Business interruption claims usually require a special endorsement, because insurers realize that such claims can result in enormous liability. Thus, while insurers will provide such coverage, the premium is likely to be substantial. However, if your business services networks and mission critical technology for customers, then coverage for interruption claims is essential. The liability from just one claim from a client who asserts that the defective motherboard you installed shut down his business for a week can bankrupt your company.
There is no coverage available for contractual disputes with your customers. Breach of contract claims allege intentional conduct and that is never covered by insurance. These types of claims are part of your risk of doing business. This risk must be managed by other means as described below.
A yearly insurance audit from an experienced commercial insurance broker as well as legal counsel is the best way to ensure that your insurance protection keeps up with the growth and risks of your business. Moreover, the audit can review other important insurance needs such as workers compensation policies, employment discrimination coverage, and coverage for indemnifying your client from your employees' claims against your client for onsite injuries. Many companies require the latter form of indemnity before they will let your employees on their premises.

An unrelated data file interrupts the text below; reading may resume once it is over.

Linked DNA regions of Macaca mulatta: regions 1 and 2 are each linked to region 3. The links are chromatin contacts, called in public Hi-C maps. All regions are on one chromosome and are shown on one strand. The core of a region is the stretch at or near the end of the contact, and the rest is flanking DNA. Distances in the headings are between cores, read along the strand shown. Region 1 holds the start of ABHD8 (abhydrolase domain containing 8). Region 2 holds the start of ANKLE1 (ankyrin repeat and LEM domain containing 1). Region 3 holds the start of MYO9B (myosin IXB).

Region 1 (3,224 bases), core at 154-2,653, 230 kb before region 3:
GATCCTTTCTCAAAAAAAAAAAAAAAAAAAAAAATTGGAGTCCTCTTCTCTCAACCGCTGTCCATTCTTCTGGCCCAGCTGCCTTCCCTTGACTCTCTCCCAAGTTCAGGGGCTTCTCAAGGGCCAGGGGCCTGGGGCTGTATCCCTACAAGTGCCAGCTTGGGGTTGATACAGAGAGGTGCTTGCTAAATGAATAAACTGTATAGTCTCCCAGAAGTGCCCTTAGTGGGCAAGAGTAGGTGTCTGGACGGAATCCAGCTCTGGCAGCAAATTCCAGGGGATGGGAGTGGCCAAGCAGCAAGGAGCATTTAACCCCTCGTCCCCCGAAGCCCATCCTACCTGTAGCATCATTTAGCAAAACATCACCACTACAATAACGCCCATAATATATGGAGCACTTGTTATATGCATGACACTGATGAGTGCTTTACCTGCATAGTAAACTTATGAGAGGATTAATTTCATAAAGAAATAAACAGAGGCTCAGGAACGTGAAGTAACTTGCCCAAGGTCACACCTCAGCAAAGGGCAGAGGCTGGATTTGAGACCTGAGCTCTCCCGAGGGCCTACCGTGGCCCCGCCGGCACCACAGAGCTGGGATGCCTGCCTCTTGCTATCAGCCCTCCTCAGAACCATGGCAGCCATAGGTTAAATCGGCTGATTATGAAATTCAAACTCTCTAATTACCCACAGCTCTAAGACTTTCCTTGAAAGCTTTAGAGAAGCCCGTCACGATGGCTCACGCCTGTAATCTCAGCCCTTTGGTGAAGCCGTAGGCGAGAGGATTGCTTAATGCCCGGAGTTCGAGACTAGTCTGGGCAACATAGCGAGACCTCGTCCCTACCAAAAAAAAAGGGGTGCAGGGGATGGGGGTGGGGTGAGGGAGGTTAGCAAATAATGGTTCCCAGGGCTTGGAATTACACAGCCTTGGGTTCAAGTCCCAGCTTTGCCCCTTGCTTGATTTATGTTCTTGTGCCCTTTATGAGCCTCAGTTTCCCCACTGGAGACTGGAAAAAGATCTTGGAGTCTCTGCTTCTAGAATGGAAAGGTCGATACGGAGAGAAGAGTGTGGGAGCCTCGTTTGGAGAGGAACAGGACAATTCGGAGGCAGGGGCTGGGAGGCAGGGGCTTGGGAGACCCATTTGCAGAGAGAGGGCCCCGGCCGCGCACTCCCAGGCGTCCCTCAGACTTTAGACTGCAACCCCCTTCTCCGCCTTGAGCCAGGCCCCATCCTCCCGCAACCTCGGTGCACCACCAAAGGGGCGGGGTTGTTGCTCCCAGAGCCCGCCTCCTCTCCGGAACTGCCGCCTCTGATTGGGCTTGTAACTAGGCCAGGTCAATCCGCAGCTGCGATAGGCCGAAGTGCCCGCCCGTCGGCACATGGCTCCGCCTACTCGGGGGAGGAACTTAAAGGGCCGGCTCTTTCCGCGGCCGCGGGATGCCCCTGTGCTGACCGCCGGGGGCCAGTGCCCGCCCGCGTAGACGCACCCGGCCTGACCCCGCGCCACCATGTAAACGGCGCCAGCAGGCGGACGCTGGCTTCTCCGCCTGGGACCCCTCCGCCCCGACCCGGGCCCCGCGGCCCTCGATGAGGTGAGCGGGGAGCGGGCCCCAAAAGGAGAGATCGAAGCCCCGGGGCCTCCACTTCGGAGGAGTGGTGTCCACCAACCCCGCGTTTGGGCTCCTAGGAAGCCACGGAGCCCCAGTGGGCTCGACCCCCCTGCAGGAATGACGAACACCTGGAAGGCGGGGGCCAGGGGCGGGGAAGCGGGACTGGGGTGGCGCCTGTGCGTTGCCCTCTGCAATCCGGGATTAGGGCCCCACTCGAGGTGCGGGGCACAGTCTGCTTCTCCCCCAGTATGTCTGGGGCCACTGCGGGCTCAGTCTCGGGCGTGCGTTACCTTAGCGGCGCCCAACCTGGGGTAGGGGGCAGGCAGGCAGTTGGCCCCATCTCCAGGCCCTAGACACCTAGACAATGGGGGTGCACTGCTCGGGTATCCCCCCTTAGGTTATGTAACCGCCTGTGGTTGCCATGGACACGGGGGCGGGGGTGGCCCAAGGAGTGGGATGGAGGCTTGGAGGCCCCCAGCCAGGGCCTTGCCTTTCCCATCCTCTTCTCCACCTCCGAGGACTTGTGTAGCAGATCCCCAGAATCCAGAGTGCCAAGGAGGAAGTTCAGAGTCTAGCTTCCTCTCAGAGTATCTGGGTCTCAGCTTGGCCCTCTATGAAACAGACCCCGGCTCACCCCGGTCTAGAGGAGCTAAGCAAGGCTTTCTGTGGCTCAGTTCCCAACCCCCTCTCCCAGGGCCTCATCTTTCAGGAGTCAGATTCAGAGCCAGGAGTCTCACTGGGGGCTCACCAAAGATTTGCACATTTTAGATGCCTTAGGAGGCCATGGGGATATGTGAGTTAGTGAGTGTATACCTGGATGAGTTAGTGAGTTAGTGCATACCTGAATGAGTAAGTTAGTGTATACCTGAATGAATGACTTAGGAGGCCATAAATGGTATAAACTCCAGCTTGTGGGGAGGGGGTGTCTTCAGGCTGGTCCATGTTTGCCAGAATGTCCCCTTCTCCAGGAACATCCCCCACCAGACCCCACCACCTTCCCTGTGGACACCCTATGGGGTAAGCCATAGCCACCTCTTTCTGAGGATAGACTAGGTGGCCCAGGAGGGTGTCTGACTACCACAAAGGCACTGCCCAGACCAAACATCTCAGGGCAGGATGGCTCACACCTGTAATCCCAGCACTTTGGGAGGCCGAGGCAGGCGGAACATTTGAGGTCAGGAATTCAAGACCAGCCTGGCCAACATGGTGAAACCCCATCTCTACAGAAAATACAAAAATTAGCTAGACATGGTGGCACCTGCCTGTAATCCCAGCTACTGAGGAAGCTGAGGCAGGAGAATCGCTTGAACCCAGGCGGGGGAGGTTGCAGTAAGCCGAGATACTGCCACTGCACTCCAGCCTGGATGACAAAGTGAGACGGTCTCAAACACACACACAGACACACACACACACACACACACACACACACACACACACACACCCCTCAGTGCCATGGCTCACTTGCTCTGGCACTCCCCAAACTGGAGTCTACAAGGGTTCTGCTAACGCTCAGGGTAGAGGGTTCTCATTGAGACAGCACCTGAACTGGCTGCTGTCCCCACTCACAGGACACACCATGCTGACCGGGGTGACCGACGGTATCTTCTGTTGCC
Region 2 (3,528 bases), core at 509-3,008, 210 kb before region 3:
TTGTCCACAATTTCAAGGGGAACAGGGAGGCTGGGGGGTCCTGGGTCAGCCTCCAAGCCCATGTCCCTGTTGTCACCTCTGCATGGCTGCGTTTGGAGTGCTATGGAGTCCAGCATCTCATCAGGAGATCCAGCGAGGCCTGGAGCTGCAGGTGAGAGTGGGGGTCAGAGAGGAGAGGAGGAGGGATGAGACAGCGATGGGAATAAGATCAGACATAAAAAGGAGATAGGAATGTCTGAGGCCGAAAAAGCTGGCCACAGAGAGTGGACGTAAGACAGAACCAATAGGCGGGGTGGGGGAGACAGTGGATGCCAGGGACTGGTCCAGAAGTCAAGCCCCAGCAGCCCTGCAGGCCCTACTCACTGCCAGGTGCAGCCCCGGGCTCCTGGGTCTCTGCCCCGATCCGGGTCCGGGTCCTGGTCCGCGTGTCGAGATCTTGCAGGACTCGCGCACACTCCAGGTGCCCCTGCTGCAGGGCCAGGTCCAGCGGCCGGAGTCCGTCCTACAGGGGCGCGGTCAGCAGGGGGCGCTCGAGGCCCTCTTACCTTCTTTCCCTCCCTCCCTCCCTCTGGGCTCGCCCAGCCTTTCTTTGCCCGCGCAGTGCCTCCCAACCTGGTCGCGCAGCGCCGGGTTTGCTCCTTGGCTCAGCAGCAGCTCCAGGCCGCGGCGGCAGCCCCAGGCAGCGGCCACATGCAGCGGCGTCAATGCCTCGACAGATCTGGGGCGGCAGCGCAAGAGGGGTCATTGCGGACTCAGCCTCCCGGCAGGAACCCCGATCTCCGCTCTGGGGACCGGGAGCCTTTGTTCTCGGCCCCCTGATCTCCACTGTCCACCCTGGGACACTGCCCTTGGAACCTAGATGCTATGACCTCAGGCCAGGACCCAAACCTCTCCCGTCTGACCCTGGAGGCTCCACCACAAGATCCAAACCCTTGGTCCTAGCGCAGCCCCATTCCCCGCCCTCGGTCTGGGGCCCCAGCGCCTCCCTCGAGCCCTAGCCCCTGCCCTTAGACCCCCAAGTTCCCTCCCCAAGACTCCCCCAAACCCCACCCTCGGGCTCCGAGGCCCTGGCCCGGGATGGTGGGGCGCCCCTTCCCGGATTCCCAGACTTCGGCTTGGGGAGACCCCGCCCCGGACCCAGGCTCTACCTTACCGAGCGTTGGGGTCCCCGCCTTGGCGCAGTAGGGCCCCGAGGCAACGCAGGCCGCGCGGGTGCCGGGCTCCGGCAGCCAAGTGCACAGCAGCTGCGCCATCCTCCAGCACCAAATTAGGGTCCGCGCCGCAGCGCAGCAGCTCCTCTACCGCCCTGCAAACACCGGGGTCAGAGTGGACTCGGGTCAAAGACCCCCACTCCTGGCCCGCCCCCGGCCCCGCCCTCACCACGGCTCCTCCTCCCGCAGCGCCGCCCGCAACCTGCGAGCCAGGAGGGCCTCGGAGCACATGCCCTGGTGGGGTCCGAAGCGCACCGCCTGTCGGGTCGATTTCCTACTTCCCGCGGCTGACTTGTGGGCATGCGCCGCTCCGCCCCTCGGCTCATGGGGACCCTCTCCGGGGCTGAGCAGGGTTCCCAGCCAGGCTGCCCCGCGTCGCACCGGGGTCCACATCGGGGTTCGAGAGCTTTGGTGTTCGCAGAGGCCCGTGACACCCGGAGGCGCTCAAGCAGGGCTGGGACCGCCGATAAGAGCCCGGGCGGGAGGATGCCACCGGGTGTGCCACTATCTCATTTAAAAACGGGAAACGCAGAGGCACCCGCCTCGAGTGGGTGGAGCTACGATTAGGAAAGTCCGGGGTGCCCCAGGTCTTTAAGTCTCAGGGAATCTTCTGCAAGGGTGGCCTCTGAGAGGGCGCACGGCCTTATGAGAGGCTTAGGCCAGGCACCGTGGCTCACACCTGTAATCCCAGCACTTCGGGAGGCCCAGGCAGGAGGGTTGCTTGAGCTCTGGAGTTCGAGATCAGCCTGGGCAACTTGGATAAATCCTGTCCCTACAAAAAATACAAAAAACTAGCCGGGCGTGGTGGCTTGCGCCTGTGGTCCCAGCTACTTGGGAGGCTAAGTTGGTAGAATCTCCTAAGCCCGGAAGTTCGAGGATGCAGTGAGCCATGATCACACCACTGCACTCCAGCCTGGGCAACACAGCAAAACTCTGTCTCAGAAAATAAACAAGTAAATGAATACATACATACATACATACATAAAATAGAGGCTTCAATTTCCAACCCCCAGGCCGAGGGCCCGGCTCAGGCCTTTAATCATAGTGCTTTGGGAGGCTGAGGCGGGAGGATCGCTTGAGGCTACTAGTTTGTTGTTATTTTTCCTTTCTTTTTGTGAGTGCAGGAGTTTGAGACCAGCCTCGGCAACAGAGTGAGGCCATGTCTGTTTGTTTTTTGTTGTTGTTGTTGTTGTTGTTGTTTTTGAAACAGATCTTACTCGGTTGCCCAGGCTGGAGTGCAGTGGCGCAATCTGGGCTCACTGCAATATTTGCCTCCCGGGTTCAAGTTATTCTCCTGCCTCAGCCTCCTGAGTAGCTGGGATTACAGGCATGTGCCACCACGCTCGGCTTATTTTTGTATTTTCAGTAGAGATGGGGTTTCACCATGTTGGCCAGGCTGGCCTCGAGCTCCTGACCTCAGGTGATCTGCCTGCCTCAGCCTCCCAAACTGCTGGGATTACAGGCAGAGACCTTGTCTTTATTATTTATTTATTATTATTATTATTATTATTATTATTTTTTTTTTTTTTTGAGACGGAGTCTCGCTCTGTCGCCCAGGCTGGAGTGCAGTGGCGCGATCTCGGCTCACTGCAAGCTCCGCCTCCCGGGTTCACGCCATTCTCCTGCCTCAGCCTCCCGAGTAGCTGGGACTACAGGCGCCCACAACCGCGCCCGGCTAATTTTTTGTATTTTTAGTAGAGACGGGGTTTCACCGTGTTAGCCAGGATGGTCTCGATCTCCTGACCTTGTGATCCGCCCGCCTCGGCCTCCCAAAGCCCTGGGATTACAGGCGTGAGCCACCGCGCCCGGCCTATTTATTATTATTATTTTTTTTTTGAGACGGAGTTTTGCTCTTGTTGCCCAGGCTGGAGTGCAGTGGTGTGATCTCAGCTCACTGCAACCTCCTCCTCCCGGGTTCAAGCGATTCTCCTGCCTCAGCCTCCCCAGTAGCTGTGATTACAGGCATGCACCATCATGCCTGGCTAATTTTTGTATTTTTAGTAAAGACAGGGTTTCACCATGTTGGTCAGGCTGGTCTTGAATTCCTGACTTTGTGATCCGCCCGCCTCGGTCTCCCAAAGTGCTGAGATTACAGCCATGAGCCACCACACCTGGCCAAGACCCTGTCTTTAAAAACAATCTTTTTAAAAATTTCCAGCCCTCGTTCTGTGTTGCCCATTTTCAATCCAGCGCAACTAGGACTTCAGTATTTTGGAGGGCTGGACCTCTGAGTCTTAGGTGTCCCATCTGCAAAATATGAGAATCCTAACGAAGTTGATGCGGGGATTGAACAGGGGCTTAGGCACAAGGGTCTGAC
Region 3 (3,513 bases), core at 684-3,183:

Additional Simple Steps To Protect Your Company
In addition to insurance coverage, you can take some simple precautions to help protect your company from catastrophic liability claims from your customers.
1. Utilize A Standard Written Agreement
Your company should utilize a standard written agreement for all services to be performed by your company, signed by the client before services are performed, that limits your company's liability. The agreement should expressly limit liability to the cost of the services performed by your company and should disclaim any liability for business interruption and loss of business. Further, it should disclaim liability for defective parts that are not manufactured by your company and limit your responsibility to replacing or repairing any defective part. Depending on the particular facts, a court may not uphold some or all of these disclaimers, but it will discourage claims against your company. Additionally, the agreement should expressly disclaim any express or implied warranty that is not contained in the agreement. Otherwise, the law implies a number of warranties.